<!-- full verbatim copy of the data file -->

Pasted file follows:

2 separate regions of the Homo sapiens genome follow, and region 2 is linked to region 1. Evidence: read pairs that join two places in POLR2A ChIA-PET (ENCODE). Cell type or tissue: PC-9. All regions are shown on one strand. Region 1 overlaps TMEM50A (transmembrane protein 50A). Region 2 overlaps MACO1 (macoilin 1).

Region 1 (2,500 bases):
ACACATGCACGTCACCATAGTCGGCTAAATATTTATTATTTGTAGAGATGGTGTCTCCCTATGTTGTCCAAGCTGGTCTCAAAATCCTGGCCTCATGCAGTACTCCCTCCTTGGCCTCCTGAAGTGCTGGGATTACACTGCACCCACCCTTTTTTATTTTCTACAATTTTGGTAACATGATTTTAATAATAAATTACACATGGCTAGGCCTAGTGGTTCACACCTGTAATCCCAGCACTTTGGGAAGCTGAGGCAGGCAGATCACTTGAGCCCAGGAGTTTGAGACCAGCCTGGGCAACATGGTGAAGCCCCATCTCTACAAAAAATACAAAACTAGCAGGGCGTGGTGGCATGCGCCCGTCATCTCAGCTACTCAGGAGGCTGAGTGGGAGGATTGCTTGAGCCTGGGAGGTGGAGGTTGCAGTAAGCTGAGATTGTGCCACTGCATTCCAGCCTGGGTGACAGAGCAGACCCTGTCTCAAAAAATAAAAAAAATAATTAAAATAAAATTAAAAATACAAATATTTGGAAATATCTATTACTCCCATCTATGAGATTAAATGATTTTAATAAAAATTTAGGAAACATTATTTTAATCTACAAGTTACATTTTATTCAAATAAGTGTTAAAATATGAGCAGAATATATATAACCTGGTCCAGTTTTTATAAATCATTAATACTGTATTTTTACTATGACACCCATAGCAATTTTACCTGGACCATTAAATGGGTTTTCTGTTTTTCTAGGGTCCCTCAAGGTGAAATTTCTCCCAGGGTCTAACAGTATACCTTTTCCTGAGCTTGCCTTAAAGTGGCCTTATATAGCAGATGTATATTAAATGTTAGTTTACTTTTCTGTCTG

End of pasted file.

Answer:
2 separate regions of the Homo sapiens genome follow, and region 2 is linked to region 1. Evidence: read pairs that join two places in POLR2A ChIA-PET (ENCODE). Cell type or tissue: PC-9. All regions are shown on one strand. Region 1 overlaps TMEM50A (transmembrane protein 50A). Region 2 overlaps MACO1 (macoilin 1).

Region 1 (2,500 bases):
ACACATGCACGTCACCATAGTCGGCTAAATATTTATTATTTGTAGAGATGGTGTCTCCCTATGTTGTCCAAGCTGGTCTCAAAATCCTGGCCTCATGCAGTACTCCCTCCTTGGCCTCCTGAAGTGCTGGGATTACACTGCACCCACCCTTTTTTATTTTCTACAATTTTGGTAACATGATTTTAATAATAAATTACACATGGCTAGGCCTAGTGGTTCACACCTGTAATCCCAGCACTTTGGGAAGCTGAGGCAGGCAGATCACTTGAGCCCAGGAGTTTGAGACCAGCCTGGGCAACATGGTGAAGCCCCATCTCTACAAAAAATACAAAACTAGCAGGGCGTGGTGGCATGCGCCCGTCATCTCAGCTACTCAGGAGGCTGAGTGGGAGGATTGCTTGAGCCTGGGAGGTGGAGGTTGCAGTAAGCTGAGATTGTGCCACTGCATTCCAGCCTGGGTGACAGAGCAGACCCTGTCTCAAAAAATAAAAAAAATAATTAAAATAAAATTAAAAATACAAATATTTGGAAATATCTATTACTCCCATCTATGAGATTAAATGATTTTAATAAAAATTTAGGAAACATTATTTTAATCTACAAGTTACATTTTATTCAAATAAGTGTTAAAATATGAGCAGAATATATATAACCTGGTCCAGTTTTTATAAATCATTAATACTGTATTTTTACTATGACACCCATAGCAATTTTACCTGGACCATTAAATGGGTTTTCTGTTTTTCTAGGGTCCCTCAAGGTGAAATTTCTCCCAGGGTCTAACAGTATACCTTTTCCTGAGCTTGCCTTAAAGTGGCCTTATATAGCAGATGTATATTAAATGTTAGTTTACTTTTCTGTCTG